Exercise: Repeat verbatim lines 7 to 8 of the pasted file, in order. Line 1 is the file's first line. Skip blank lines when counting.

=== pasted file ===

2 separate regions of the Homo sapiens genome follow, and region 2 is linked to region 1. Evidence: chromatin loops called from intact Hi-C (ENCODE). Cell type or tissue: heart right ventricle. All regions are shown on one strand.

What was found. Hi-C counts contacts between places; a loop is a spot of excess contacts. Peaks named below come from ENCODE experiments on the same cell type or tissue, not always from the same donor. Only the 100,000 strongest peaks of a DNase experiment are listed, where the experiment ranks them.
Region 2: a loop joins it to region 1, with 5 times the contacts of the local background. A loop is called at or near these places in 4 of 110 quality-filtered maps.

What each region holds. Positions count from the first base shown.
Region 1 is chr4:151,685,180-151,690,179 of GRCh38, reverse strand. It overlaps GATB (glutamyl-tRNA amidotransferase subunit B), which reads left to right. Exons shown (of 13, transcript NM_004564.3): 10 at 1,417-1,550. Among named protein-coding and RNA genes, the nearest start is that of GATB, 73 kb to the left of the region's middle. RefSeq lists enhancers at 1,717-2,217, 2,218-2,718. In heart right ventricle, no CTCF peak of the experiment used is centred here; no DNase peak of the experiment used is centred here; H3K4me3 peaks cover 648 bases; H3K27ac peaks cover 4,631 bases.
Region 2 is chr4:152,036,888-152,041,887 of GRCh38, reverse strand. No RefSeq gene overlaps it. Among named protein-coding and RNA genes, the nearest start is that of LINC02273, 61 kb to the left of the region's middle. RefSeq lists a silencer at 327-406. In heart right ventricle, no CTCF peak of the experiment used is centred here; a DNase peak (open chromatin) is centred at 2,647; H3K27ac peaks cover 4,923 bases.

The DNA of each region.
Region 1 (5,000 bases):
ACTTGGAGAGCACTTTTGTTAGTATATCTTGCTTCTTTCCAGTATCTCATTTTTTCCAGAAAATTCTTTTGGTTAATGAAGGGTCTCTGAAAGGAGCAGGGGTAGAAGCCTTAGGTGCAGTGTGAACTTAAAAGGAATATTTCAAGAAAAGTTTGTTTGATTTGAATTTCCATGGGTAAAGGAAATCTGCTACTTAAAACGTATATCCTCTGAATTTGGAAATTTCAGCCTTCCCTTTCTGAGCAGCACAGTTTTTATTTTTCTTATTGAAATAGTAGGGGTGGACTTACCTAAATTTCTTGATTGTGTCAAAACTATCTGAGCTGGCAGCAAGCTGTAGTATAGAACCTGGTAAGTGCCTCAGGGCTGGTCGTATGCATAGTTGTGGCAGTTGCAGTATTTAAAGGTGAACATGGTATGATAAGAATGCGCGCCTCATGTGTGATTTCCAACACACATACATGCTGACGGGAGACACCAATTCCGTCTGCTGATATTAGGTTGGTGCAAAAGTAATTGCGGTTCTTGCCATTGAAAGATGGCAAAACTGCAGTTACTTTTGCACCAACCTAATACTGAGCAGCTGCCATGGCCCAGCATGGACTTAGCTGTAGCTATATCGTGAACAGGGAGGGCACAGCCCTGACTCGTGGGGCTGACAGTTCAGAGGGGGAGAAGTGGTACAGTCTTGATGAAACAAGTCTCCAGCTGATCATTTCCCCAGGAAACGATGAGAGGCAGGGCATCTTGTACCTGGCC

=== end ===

The DNA of each region.
Region 1 (5,000 bases):